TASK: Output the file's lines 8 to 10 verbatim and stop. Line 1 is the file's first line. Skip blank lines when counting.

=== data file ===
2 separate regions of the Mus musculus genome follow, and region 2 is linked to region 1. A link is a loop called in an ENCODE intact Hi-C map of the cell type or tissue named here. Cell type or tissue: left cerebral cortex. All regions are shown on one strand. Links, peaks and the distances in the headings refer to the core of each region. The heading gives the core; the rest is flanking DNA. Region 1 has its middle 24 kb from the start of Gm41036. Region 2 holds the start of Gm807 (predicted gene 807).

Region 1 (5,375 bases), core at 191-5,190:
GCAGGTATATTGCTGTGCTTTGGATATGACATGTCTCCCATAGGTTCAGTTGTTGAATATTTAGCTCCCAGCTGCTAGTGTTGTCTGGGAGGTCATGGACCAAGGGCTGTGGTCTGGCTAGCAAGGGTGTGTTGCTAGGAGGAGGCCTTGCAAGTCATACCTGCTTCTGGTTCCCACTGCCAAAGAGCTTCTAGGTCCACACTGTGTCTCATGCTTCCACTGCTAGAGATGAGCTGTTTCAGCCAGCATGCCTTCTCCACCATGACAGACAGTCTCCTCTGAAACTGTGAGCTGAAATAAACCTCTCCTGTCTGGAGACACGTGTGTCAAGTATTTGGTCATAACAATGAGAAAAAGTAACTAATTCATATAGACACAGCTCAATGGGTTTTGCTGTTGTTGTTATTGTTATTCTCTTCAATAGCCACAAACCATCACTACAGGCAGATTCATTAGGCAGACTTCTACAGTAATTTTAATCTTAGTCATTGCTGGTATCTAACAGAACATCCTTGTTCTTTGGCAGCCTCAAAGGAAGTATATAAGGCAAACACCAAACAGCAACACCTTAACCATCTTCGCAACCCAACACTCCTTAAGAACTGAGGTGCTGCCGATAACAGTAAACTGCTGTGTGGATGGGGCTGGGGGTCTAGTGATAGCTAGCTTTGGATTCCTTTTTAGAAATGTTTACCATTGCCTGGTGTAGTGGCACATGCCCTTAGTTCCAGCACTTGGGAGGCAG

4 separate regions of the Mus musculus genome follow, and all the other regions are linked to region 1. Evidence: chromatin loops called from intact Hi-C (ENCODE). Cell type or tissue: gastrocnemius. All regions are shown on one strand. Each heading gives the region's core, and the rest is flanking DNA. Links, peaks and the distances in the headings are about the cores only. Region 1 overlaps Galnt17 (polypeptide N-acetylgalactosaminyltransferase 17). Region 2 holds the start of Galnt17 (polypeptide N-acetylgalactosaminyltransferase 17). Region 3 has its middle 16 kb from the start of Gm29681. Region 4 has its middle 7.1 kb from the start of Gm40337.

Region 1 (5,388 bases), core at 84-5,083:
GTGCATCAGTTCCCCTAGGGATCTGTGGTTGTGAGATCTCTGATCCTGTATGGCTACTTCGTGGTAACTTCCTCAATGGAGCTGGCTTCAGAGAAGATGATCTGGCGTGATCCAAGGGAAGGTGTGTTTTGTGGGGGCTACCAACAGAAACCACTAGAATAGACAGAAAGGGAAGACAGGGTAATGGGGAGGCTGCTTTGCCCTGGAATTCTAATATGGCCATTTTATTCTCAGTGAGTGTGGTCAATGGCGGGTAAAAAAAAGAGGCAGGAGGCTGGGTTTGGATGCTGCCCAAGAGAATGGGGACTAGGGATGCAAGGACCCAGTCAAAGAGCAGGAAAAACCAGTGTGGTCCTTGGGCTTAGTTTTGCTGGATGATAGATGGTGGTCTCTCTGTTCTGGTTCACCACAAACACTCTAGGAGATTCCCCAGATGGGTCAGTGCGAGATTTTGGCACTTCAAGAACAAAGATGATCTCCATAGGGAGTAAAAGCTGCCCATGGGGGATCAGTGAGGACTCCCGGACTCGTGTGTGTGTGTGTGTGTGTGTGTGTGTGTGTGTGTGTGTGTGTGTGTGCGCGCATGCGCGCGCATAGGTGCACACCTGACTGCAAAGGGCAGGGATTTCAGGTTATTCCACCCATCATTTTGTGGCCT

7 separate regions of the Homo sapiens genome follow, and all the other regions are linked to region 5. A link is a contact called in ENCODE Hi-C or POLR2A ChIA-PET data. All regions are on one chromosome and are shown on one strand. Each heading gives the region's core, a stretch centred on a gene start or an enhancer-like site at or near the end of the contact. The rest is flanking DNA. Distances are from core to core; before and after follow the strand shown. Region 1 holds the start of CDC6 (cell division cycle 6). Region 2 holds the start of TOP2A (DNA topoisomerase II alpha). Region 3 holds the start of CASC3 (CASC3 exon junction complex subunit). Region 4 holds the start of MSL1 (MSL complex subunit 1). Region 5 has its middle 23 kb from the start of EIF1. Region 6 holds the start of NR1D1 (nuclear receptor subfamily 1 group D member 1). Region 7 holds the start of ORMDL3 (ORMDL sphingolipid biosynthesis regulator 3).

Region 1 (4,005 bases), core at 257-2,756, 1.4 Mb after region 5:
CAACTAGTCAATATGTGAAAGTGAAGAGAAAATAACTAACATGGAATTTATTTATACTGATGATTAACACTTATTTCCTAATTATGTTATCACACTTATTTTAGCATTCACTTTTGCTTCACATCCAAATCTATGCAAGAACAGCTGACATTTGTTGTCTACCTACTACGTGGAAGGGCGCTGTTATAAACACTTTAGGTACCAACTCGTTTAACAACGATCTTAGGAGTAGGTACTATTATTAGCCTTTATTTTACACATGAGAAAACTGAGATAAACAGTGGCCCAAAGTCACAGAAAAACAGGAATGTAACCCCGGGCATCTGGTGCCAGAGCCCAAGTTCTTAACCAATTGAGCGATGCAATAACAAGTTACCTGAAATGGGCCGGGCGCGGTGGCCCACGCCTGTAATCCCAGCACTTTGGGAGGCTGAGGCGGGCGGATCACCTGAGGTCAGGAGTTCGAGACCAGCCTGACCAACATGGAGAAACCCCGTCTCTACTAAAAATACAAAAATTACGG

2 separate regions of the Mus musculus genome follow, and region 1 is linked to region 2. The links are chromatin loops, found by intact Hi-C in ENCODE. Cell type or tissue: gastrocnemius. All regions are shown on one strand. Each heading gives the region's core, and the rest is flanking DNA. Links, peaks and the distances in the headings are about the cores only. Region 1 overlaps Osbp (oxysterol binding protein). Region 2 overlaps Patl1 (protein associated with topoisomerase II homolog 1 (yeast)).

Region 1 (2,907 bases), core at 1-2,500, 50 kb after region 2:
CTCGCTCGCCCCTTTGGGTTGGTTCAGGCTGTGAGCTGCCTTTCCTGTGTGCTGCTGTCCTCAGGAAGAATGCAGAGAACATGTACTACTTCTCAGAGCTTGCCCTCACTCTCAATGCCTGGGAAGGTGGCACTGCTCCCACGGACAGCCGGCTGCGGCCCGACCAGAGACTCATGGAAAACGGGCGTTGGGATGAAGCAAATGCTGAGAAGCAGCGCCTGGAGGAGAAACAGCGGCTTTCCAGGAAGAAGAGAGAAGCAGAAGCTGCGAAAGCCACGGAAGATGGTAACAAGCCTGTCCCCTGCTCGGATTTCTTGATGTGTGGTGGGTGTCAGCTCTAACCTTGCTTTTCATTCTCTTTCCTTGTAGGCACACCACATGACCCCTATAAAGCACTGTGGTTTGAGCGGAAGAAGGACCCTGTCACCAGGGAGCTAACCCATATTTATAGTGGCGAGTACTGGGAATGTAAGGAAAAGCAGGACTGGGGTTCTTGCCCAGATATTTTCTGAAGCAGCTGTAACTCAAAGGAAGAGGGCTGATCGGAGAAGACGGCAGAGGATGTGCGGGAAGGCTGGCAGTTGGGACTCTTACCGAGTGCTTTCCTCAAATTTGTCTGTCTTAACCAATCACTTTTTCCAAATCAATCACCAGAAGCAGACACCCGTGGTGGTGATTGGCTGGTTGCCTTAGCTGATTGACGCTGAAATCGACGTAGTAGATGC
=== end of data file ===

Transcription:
Region 1 (4,005 bases), core at 257-2,756, 1.4 Mb after region 5:
CAACTAGTCAATATGTGAAAGTGAAGAGAAAATAACTAACATGGAATTTATTTATACTGATGATTAACACTTATTTCCTAATTATGTTATCACACTTATTTTAGCATTCACTTTTGCTTCACATCCAAATCTATGCAAGAACAGCTGACATTTGTTGTCTACCTACTACGTGGAAGGGCGCTGTTATAAACACTTTAGGTACCAACTCGTTTAACAACGATCTTAGGAGTAGGTACTATTATTAGCCTTTATTTTACACATGAGAAAACTGAGATAAACAGTGGCCCAAAGTCACAGAAAAACAGGAATGTAACCCCGGGCATCTGGTGCCAGAGCCCAAGTTCTTAACCAATTGAGCGATGCAATAACAAGTTACCTGAAATGGGCCGGGCGCGGTGGCCCACGCCTGTAATCCCAGCACTTTGGGAGGCTGAGGCGGGCGGATCACCTGAGGTCAGGAGTTCGAGACCAGCCTGACCAACATGGAGAAACCCCGTCTCTACTAAAAATACAAAAATTACGG

2 separate regions of the Mus musculus genome follow, and region 1 is linked to region 2. The links are chromatin loops, found by intact Hi-C in ENCODE. Cell type or tissue: gastrocnemius. All regions are shown on one strand. Each heading gives the region's core, and the rest is flanking DNA. Links, peaks and the distances in the headings are about the cores only. Region 1 overlaps Osbp (oxysterol binding protein). Region 2 overlaps Patl1 (protein associated with topoisomerase II homolog 1 (yeast)).